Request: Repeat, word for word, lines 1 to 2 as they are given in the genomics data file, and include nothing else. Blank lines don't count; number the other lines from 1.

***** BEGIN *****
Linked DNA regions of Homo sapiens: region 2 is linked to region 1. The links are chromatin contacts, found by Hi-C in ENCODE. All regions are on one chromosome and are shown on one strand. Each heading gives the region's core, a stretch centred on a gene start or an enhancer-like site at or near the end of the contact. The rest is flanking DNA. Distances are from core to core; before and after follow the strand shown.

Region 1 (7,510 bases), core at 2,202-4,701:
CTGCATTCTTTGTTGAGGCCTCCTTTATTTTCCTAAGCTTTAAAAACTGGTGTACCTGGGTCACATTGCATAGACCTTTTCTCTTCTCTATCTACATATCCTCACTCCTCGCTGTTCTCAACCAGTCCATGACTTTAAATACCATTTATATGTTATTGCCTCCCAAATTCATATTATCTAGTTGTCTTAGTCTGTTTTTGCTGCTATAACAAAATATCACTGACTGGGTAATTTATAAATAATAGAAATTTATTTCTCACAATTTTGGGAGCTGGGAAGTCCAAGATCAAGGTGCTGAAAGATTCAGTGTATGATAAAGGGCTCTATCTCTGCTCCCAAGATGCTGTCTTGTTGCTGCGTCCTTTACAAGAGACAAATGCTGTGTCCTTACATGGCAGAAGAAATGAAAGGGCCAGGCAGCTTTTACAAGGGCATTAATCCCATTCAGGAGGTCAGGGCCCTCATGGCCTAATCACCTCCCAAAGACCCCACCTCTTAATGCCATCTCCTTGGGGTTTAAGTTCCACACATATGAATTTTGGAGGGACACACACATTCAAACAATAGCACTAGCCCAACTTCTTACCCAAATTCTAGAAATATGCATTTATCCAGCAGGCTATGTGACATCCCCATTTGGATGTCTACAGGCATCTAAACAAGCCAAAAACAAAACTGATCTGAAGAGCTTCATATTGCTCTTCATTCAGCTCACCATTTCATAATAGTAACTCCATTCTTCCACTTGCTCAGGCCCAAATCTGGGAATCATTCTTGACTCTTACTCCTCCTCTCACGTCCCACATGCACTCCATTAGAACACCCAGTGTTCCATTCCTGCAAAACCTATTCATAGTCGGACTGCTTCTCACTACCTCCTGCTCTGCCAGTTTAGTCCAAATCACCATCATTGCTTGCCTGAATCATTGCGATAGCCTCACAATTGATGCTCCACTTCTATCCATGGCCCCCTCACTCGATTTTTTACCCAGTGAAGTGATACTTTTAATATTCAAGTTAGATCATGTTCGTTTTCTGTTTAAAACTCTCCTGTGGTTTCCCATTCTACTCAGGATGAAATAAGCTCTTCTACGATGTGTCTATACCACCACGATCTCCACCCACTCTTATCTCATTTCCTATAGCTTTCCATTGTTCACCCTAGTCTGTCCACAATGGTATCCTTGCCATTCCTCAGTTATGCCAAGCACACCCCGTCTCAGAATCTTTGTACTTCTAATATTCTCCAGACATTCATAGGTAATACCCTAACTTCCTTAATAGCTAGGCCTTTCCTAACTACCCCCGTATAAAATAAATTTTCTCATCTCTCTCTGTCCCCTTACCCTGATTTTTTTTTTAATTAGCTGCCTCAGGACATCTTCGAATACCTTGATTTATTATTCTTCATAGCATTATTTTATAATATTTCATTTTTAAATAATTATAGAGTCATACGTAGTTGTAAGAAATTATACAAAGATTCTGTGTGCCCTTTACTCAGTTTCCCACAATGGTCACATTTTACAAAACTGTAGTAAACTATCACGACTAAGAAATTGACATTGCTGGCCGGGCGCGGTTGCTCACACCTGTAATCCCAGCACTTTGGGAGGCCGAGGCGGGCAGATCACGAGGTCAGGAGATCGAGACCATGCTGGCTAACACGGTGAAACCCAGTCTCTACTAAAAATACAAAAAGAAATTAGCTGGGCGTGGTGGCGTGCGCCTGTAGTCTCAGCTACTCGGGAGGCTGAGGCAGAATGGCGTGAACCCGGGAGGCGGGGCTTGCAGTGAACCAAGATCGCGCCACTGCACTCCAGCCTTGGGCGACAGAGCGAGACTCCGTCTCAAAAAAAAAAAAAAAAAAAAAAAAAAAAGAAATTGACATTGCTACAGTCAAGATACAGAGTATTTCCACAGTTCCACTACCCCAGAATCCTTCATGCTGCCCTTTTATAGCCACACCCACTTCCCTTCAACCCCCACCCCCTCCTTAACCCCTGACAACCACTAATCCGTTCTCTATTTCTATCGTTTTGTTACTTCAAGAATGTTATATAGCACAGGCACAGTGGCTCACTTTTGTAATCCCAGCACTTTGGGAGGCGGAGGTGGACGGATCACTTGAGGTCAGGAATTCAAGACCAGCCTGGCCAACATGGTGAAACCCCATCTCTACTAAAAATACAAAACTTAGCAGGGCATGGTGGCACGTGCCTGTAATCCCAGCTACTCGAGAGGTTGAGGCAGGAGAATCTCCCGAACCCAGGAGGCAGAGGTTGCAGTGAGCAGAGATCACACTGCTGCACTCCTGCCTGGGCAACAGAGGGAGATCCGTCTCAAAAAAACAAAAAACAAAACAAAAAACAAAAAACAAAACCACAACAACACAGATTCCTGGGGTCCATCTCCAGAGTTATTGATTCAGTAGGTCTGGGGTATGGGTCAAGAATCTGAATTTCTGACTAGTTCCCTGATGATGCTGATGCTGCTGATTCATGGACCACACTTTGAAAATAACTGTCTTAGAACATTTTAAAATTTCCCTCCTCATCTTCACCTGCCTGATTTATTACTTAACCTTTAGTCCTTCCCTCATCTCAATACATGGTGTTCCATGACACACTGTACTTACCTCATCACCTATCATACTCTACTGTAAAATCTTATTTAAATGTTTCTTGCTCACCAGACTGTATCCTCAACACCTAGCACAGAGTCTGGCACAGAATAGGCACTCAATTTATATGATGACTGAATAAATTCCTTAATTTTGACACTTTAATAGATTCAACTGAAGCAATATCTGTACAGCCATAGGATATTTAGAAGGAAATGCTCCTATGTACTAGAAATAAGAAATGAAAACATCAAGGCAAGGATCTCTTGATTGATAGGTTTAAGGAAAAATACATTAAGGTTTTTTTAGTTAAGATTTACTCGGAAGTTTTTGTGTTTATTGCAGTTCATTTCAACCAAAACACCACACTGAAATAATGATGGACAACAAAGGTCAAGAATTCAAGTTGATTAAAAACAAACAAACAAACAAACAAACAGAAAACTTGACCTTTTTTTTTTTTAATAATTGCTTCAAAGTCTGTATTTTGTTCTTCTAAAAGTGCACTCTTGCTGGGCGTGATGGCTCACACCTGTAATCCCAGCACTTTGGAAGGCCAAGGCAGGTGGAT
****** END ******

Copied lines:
Linked DNA regions of Homo sapiens: region 2 is linked to region 1. The links are chromatin contacts, found by Hi-C in ENCODE. All regions are on one chromosome and are shown on one strand. Each heading gives the region's core, a stretch centred on a gene start or an enhancer-like site at or near the end of the contact. The rest is flanking DNA. Distances are from core to core; before and after follow the strand shown.

Region 1 (7,510 bases), core at 2,202-4,701: